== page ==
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Discovering the Unfindable: The Tension Between Findability and Discoverability in a Bookshop Designed for Serendipity

Makri, S. ORCID: 0000-0002-5817-4893, Chen, Y-C., McKay, D. , Buchanan, G. & Ocepek, M. (2019). Discovering the Unfindable: The Tension Between Findability and Discoverability in a Bookshop Designed for Serendipity. In: Lamas, D., Lozides, F., Nacke, L. , Petrie, H., Winckler, M. & Zaphiris, P. (Eds.), Human-Computer Interaction – INTERACT 2019. INTERACT 2019. The 17th IFIP TC.13 International Conference on Human-Computer Interaction (INTERACT 2019), 2 - 6 September 2019, Paphos, Cyprus.


Serendipity is a key aspect of user experience, particularly in the context of information acquisition - where it is known as information encountering. Unexpectedly encountering interesting or useful information can spark new insights while surprising and delighting. However, digital environments have been designed primarily for goal-directed seeking over loosely-directed exploration, searching over discovering. In this paper we examine a novel physical environment - a bookshop designed primarily for serendipity - for cues as to how information encountering might be helped or hindered by digital design. Naturalistic observations and interviews revealed it was almost impossible for participants to find specific books or topics other than by accident. But all unexpectedly encoun-tered interesting books, highlighting a tension between findability and discoverability. While some of the bookshop’s design features enabled information en-countering, others inhibited it. However, encountering was resilient, as it occurred despite participants finding it hard to understand the purpose of even those features that did enable it. Findings suggest the need to consider how transparent or opaque the purpose of design features should be and to balance structure and lack of it when designing digital environments for findability and discoverability.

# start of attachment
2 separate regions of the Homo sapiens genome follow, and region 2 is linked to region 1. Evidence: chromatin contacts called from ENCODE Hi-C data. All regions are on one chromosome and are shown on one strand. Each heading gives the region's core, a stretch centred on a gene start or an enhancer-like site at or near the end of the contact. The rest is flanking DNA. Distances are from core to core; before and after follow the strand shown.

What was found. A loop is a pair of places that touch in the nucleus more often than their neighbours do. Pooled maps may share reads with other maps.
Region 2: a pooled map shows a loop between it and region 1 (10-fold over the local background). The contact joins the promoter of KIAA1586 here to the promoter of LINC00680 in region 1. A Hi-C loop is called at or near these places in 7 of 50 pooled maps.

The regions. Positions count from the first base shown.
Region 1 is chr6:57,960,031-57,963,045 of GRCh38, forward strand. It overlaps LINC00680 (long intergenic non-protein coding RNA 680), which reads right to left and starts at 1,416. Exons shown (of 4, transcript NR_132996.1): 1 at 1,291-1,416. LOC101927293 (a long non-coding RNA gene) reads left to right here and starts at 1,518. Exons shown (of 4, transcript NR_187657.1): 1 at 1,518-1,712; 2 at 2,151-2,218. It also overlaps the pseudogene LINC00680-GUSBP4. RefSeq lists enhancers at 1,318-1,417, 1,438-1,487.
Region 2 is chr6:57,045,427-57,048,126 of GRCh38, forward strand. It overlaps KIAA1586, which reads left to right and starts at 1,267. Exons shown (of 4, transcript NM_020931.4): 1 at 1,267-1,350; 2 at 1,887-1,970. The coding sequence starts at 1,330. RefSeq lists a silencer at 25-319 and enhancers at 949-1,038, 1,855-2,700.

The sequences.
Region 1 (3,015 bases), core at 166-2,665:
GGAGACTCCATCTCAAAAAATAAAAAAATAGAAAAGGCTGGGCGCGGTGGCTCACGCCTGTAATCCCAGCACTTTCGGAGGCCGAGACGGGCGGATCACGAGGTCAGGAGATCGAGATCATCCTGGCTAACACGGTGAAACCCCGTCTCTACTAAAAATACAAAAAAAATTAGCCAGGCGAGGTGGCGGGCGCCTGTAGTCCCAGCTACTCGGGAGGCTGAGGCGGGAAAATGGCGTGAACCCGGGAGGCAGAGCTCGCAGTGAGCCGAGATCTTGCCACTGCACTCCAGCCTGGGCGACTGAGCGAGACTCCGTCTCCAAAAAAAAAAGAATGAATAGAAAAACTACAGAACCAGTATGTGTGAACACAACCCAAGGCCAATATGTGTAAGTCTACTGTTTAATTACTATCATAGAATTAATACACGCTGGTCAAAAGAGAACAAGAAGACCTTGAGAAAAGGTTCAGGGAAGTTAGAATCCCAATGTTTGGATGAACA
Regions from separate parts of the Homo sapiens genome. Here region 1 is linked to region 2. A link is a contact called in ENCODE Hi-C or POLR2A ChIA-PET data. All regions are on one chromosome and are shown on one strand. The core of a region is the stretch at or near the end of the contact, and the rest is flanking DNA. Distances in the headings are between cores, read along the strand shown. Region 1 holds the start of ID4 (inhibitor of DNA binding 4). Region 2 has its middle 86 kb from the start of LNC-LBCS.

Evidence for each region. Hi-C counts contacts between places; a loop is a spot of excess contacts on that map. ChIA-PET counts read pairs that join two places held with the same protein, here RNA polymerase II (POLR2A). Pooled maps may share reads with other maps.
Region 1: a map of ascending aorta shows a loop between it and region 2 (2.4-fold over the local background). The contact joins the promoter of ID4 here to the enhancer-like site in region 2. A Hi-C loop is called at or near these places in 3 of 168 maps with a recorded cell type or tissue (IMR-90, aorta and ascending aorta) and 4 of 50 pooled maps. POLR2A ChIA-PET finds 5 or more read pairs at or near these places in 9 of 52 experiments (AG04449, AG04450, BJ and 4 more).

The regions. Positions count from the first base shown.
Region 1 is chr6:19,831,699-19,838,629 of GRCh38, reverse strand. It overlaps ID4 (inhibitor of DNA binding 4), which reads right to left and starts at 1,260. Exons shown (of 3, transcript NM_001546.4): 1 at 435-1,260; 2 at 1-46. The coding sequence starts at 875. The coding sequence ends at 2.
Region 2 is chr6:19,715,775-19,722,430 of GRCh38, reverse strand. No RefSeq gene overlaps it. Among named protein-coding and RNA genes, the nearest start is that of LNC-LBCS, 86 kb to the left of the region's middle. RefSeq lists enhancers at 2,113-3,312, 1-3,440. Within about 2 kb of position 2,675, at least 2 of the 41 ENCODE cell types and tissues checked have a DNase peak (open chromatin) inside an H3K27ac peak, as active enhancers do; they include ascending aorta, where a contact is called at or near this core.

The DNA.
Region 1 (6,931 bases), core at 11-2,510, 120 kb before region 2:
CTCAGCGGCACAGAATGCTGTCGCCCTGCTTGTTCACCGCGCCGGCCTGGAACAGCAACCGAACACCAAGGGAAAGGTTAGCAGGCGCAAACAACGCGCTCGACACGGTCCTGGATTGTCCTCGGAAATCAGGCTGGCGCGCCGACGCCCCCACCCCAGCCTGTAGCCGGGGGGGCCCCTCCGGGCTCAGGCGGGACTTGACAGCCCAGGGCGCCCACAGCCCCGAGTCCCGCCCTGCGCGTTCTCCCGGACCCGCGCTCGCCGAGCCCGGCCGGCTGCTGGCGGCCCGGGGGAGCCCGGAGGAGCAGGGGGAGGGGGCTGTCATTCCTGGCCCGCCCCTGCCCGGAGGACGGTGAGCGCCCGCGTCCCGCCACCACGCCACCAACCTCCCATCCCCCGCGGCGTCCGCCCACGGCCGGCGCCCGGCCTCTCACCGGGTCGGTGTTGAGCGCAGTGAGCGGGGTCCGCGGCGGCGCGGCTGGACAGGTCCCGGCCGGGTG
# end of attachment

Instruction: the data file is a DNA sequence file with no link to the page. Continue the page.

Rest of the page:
Publication Type: Conference or Workshop Item (Paper)
Additional Information: This is the accepted version of a conference paper to be published by Springer in Lecture Notes in Computer Science. The final published version is available at
Subjects: Z Bibliography. Library Science. Information Resources > Z665 Library Science. Information Science
Departments: School of Science & Technology > Computer Science
[thumbnail of Libreria (Interact 2019) - June 2019 final.pdf]
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